TUNE— The boatie rows."
Now spring again, wi' liesome tread,

'Mang Bernard's bow'rs is seen;
The modest snaw-drap hangs its head,

True emblem o' my Jean.
But tho' fell winter's reign be o'er,

An' storms nae mair do blaw,
Yet cauld and cheerless is the bow'r

When love is far awa.

How swift the langest night flees by

When twa fond lovers meet,
And balmy kiss and breathing sigh

Together mingle sweet!
An' how wae ilk ane's to part

When forc'd at duty's ca';
But dowie, dowie is the heart

Whase love is far awa.

The moon shines clearer i' the lift,

The breeze mair gentle sighs,
And glowin' is the sleety drift

If warm’d by beauty's eyes.

An O gin love but leads the way,

What cares can e'er befa'?
The sun o' pleasure shines a' day

When love's no far awa.
Then, while our youth is i' the prime,

Let's catch the fleetin' hour,
An offer vows at beauty's shrine,

In token o’ her pow'r.
An' whan auld age upon our pow

Begins to fling his snaw,
We'll welcome him wi' friendly low,

If love's no far awa,


RISING o'er the heaving billow,

Evening gilds the ocean's swell,
While with thee, on grassy pillow,

Solitude ! I love to dwell.
Lonely to the sea breeze blowing,

Oft I chaunt my love-lorn strain,
To the streamlet sweetly flowing

Murmur oft a lover's pain.

work, by

* Although these two highly beautiful songs, by a Mr. James FRAZER of Edinburgh, were received at an early period of this

some unaccountable accident they have hitherto slipt aside. We would have been extremely sorry to have been deficient in our duty to the public and the author, in not giving them a place, as we judge them inferior to few pieces in this or any other collection. They contain the most flattering proofs of a highly endowed poetical genius, which we would be happy to see assidrously cultivated, and encouraged.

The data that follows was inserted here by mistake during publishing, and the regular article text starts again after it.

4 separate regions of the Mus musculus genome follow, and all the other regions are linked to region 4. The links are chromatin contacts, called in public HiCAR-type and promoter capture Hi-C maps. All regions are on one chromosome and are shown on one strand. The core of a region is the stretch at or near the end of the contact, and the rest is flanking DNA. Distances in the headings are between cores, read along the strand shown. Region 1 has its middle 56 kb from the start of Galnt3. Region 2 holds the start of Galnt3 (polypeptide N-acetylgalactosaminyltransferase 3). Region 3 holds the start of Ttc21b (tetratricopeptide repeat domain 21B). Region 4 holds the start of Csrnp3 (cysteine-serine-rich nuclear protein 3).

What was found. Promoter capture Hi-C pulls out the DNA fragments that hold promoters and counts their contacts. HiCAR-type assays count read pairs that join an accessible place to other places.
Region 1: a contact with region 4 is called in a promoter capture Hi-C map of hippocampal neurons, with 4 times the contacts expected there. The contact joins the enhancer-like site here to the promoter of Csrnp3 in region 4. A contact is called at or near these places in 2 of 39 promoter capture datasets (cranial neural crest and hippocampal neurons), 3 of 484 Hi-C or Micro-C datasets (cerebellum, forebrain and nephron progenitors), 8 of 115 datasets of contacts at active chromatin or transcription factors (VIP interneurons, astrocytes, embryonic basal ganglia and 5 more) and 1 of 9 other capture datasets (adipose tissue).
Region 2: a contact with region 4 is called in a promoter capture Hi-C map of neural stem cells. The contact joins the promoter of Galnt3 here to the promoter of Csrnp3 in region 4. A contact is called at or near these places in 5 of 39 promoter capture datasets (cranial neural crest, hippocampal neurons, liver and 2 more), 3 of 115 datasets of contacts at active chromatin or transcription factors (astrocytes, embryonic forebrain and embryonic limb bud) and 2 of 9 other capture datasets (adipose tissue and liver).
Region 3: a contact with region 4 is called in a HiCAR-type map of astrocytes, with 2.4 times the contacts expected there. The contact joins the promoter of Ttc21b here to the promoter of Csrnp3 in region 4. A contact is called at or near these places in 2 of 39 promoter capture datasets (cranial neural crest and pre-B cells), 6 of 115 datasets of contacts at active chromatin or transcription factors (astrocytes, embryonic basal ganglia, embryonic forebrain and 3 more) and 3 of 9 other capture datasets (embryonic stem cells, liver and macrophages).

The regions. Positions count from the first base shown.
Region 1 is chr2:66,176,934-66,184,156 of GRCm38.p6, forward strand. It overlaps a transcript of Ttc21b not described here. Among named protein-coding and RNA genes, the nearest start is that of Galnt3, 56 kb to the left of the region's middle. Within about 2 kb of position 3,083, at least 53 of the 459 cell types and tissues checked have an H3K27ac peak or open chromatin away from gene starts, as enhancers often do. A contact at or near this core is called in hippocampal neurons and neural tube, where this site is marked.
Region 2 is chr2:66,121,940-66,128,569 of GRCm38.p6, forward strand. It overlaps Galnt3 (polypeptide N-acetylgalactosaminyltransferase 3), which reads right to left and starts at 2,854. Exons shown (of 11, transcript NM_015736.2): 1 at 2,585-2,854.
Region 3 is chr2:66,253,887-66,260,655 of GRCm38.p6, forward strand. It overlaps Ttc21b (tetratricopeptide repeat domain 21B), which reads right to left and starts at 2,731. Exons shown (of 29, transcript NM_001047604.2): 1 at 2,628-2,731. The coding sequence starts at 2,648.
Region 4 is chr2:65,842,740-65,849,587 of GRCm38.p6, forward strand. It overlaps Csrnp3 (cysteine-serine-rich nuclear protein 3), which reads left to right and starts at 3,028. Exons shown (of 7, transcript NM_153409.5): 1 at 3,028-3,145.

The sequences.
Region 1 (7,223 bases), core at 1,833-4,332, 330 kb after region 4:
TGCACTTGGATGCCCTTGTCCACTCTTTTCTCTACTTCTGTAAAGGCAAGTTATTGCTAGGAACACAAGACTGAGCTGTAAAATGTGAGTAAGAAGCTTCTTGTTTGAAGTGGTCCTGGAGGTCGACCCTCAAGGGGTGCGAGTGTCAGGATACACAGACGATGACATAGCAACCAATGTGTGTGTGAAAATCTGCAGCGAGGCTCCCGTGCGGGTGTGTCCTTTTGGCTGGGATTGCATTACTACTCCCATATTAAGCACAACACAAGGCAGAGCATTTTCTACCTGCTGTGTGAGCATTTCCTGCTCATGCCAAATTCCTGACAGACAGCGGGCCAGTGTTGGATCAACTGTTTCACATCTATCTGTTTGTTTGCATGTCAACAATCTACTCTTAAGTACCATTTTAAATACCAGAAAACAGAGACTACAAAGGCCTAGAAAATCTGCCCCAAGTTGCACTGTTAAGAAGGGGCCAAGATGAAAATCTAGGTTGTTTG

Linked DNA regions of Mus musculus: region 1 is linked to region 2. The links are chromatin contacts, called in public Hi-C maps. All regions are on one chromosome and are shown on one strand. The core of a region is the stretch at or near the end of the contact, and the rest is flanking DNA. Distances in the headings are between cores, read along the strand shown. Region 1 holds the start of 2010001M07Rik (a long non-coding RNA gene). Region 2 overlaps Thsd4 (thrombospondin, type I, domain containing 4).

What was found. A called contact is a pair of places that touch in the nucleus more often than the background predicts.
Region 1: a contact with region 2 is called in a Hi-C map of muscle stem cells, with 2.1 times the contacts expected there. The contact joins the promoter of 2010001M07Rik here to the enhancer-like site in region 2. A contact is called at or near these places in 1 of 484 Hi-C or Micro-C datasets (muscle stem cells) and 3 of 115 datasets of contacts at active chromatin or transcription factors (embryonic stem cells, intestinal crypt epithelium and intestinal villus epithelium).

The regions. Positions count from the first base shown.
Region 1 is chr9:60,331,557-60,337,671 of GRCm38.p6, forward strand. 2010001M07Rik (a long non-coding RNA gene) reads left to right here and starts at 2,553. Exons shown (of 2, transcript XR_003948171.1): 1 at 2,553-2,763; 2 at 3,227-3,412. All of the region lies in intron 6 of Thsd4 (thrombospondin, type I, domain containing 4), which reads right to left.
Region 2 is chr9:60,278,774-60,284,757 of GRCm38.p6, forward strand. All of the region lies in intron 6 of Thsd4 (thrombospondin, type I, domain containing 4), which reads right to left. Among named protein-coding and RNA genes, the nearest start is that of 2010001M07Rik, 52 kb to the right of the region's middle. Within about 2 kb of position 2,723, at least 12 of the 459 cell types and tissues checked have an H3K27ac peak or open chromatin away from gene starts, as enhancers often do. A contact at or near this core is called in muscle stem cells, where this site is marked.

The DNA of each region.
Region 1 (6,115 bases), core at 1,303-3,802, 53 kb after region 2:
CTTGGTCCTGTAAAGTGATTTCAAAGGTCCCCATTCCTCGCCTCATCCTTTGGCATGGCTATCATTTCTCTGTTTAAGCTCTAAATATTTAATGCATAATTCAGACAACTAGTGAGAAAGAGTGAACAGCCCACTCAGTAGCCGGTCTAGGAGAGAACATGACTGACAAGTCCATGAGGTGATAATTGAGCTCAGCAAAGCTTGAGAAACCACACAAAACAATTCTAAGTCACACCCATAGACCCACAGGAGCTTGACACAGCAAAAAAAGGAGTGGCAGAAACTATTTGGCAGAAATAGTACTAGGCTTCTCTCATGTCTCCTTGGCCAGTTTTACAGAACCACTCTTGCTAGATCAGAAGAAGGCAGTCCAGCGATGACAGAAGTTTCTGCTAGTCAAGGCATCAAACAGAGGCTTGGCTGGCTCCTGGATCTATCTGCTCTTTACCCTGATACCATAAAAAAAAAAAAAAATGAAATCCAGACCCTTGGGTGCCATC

'Twas for her, the maid of Islay,

Time flew o'er me wing'd with joy;
'Twas for her the cheering smile ay

Beam'd with rapture in my eye.
Not the tempest raving round me,

Lightning's flash, or thunder's roll,
Not the ocean's rage could wound me,

While her image fill'd my soul.
Farewell days of purest pleasure,

Long your loss my heart shall mourn!
Farewell hours of bliss the measure,

Bliss that never can return.
Cheerless 'o'er the wild heath wand'ring,

Cheerless o'er the wave-worn shore,
On the past with sadness pond'ring,

Hope's fair visions charm no more.

SWEET MAID, ON THY CHEEK. Sweet maid, on thy cheek there's a red rosy blush,

From thine eye beams the peace of the dove, I own'd their keen pow'r 'neath yon sweet birken bush,

When I sigh'd out the ag’nies of love. O enter this sweet sylvan shade,

Where no cares shall intrude on our bliss,. Where blushing, yet yielding, dear maid,

Let me seal each fond vow with a kiss.
A sweet nuptial morn soon shall smile on our loves,

And add to our joys new delight;
The birds in blyth concert shall sing in the grove,

A sweet prelude to the joys of the night.
Then sweet raptures our hours shall employ,

While I lean on thy fond beating heart; For sweetest, and dearest's the joy

That the conjugal life can impart.